But I am not just blessed by God for my own benefit. I am “blessed to be a blessing”. God may call me to be a spring of refreshment for others — for those who are working hard for the Lord, in his strength, but are simply in need of rest and replenishment. What a privilege it would be to be the answer to someone else's prayer for help.
Thank you Lord that in you, I can find both strength and refreshment. Help me not to rely on my own feeble efforts, but to draw my strength from you. In my moments of weariness and exhaustion, I will turn to you. And may I also be a conduit for you, to provide blessing and refreshment to others.
See also, But Those Who Hope in the Lord…
Reading: Judges 7 and 8
Gideon made the gold into an ephod, which he placed in Ophrah, his town. All Israel prostituted themselves by worshiping it there, and it became a snare to Gideon and his family. Judges 8:27 NIV
Gideon, I'd love to know exactly what you were thinking when you decided to make that ephod. I was really enjoying the story up to that point. When you put 120,000 enemy soldiers to flight with only 300 men of your own, that was totally awesome. Four hundred of them for every one of you, and you still sent them packing. Of course, you had God on your side. But still, it must have been terrifying, and exhilarating! I found myself thinking, “Wow, with God, nothing is impossible!”
But then Gideon, you stumbled, and made that ephod that became an object of worship. And what made it such a let down was that after your victory, you were perfectly placed to turn Israel away from their love affair with idols and foreign gods, and back to the One who truly loved them. That was the reason God called you.
I wonder how you feel about it now, looking back? What would you have done differently? And what wisdom would you pass on to me to help me avoid the same trap, the same snare?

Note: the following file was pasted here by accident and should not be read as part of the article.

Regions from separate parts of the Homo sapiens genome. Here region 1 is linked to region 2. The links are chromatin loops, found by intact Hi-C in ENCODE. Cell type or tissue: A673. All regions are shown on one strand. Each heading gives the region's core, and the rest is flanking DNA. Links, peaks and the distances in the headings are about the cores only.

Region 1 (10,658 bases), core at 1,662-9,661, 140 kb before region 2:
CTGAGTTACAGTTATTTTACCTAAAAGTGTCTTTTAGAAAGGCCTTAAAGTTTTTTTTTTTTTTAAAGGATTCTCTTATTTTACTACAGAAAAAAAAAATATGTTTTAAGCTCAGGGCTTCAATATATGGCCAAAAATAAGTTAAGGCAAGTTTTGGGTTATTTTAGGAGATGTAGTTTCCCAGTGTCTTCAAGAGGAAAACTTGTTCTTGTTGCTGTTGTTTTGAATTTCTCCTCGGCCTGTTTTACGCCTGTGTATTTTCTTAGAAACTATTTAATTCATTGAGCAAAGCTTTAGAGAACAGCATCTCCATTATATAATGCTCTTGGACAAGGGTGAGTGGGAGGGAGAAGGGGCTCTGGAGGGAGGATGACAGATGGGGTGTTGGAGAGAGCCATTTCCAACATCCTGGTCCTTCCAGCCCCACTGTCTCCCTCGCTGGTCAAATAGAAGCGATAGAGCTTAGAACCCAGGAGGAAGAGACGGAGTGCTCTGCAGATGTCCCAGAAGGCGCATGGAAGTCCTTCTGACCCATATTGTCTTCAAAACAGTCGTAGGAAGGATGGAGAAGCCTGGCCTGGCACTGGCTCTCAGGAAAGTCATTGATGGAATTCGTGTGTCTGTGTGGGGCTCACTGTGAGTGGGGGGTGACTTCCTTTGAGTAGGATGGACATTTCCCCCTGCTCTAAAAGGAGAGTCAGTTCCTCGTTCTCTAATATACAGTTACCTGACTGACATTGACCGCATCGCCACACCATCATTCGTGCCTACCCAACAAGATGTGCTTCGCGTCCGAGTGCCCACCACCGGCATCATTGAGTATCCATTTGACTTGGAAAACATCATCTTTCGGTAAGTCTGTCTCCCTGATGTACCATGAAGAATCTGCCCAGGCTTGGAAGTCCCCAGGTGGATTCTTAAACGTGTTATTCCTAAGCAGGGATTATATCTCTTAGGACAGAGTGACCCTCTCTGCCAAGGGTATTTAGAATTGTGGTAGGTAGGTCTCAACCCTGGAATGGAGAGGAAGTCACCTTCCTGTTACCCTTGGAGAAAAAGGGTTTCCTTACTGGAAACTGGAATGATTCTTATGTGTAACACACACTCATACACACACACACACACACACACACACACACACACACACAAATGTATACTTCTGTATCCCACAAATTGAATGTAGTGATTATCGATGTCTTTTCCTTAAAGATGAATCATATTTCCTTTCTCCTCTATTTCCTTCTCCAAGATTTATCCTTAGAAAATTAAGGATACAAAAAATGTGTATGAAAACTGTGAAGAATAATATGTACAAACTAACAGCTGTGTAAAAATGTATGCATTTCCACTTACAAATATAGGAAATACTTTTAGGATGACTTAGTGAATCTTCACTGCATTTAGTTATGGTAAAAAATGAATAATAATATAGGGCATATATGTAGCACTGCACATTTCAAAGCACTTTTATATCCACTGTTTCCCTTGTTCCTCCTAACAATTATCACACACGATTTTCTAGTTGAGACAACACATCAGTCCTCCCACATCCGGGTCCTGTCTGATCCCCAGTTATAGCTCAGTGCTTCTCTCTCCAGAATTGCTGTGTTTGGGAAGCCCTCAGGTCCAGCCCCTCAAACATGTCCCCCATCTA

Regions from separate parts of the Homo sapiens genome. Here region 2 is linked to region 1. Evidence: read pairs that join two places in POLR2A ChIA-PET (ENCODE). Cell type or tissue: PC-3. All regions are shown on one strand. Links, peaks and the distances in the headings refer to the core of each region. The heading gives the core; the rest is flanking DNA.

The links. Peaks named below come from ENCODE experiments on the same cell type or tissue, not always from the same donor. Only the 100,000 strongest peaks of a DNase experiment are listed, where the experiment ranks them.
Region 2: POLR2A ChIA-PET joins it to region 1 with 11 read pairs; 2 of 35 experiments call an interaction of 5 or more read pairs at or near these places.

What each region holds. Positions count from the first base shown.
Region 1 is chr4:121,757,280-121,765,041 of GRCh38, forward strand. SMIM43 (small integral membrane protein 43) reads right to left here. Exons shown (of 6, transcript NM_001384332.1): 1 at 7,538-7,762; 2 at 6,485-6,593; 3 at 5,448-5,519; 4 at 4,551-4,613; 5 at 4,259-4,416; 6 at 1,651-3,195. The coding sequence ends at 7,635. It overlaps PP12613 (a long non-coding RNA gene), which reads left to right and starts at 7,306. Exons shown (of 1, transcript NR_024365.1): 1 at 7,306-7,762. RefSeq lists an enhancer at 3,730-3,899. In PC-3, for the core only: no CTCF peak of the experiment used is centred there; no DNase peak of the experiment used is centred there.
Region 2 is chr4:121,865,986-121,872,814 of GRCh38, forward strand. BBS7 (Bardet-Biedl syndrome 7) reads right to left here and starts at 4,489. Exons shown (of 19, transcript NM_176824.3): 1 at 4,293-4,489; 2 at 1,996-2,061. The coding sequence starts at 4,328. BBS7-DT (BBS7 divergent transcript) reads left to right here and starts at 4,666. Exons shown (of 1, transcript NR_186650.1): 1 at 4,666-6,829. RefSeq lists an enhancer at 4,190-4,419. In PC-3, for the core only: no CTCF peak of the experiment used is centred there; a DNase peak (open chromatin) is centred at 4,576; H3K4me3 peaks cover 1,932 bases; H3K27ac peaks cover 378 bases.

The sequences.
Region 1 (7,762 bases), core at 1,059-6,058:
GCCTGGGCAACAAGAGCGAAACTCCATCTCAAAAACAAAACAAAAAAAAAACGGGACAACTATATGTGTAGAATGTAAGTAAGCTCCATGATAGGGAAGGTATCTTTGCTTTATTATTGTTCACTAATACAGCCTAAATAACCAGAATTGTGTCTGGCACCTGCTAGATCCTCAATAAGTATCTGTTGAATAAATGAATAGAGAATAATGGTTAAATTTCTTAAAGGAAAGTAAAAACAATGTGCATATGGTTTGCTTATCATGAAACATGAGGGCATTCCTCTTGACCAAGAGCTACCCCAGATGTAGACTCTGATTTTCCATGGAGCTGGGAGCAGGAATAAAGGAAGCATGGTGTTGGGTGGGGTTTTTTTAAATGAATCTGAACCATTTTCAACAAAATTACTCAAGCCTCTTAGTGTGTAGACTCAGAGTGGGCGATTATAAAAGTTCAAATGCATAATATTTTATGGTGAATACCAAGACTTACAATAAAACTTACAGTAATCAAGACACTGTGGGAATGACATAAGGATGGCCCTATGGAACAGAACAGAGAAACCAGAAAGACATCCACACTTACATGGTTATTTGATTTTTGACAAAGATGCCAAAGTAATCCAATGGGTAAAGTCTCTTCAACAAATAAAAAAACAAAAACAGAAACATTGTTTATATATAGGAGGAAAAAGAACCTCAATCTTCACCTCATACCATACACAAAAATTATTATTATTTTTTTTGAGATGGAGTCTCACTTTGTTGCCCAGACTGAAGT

Snare: A trap for catching birds or mammals, typically one containing a noose of wire or cord; a thing likely to lure or tempt someone into harm or error.
Nobody intentionally walks into a trap. If someone is caught in a snare, they are generally caught unaware. In the case of Gideon, I suspect that rather than intentionally doing something foolish or wrong, he simply didn't realise that making something from gold to help in the worship of God was the wrong thing to do. He had grown up surrounded by idol worship — perhaps he had never seen God being worshiped in the way God had prescribed, and was simply in error.
But I wonder, did Gideon seek counsel? And did he take heed of the gentle prompting of the Spirit of God as he assumed his leadership role over Israel?
Leadership requires humility. If I am to lead well in whatever role I find myself, whether great or small, two things will keep me from error.
First, I need to humble myself before God and seek his voice, his direction. And second, I need to seek counsel from wise and godly people, that I might not get carried away with my own ideas and somehow stray from the path God would have me to walk.
“Therefore, since we are surrounded by such a great cloud of witnesses, let us throw off everything that hinders and the sin that so easily entangles, and let us run with perseverance the race marked out for us.” Hebrews 12:1 NIV
Thank you Lord that with you, nothing is impossible. Help me always to seek your voice and your guidance, through prayer and through your Word. But I ask too that in this season of my life, and in the seasons to come, you would place around me godly people to advise me and help me stay true to the calling you have placed on my life.
Reading: Psalms 140 to 150
For the Lord takes delight in his people; he crowns the humble with salvation. Let the saints rejoice in this honour and sing for joy on their beds. Psalm 149:4-5 NIV
…the Lord delights in those who fear him, who put their hope in his unfailing love. Psalm 147:11 NIV
When the day is done, and it's time to pause from all my chores, what is it that comes floating to the surface of my mind? And what is the emotion that triumphs over all others as I lay in my bed at night?
I'd really like for it to be joy. And here is just one more reason for joy to well up: The Lord delights in me! What an honour! Not only does he know me, but he enjoys me! Even while I lay sleeping, God is thinking about me.
And, he delights not just in me as an individual, but in us as his people — the whole family of those who have put their hope in his unfailing love. As we grow together in love and maturity, we are for God a source of very great pleasure!
All praise to God, the Father of our Lord Jesus Christ, who has blessed us with every spiritual blessing in the heavenly realms because we are united with Christ. Even before he made the world, God loved us and chose us in Christ to be holy and without fault in his eyes.
God decided in advance to adopt us into his own family by bringing us to himself through Jesus Christ. This is what he wanted to do, and it gave him great pleasure. Ephesians 1:3-8 NLT